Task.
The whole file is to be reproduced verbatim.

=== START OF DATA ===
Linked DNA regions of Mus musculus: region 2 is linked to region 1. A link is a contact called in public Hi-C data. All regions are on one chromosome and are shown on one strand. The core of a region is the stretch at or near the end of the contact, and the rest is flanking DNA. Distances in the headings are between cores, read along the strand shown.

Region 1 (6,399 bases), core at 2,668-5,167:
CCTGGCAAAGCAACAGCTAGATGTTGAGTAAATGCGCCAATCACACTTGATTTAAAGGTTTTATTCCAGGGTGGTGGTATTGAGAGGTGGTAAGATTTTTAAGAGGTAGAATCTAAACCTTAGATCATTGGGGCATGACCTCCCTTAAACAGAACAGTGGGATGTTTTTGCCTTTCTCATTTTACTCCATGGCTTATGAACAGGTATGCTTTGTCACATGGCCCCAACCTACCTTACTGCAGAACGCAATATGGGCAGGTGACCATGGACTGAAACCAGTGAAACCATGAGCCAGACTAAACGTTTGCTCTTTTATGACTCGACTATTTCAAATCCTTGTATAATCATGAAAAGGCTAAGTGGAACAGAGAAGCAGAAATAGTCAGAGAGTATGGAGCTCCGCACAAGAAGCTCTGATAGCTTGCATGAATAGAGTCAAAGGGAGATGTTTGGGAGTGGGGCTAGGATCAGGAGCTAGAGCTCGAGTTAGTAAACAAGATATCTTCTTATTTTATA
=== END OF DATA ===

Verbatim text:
Linked DNA regions of Mus musculus: region 2 is linked to region 1. A link is a contact called in public Hi-C data. All regions are on one chromosome and are shown on one strand. The core of a region is the stretch at or near the end of the contact, and the rest is flanking DNA. Distances in the headings are between cores, read along the strand shown.

Region 1 (6,399 bases), core at 2,668-5,167:
CCTGGCAAAGCAACAGCTAGATGTTGAGTAAATGCGCCAATCACACTTGATTTAAAGGTTTTATTCCAGGGTGGTGGTATTGAGAGGTGGTAAGATTTTTAAGAGGTAGAATCTAAACCTTAGATCATTGGGGCATGACCTCCCTTAAACAGAACAGTGGGATGTTTTTGCCTTTCTCATTTTACTCCATGGCTTATGAACAGGTATGCTTTGTCACATGGCCCCAACCTACCTTACTGCAGAACGCAATATGGGCAGGTGACCATGGACTGAAACCAGTGAAACCATGAGCCAGACTAAACGTTTGCTCTTTTATGACTCGACTATTTCAAATCCTTGTATAATCATGAAAAGGCTAAGTGGAACAGAGAAGCAGAAATAGTCAGAGAGTATGGAGCTCCGCACAAGAAGCTCTGATAGCTTGCATGAATAGAGTCAAAGGGAGATGTTTGGGAGTGGGGCTAGGATCAGGAGCTAGAGCTCGAGTTAGTAAACAAGATATCTTCTTATTTTATA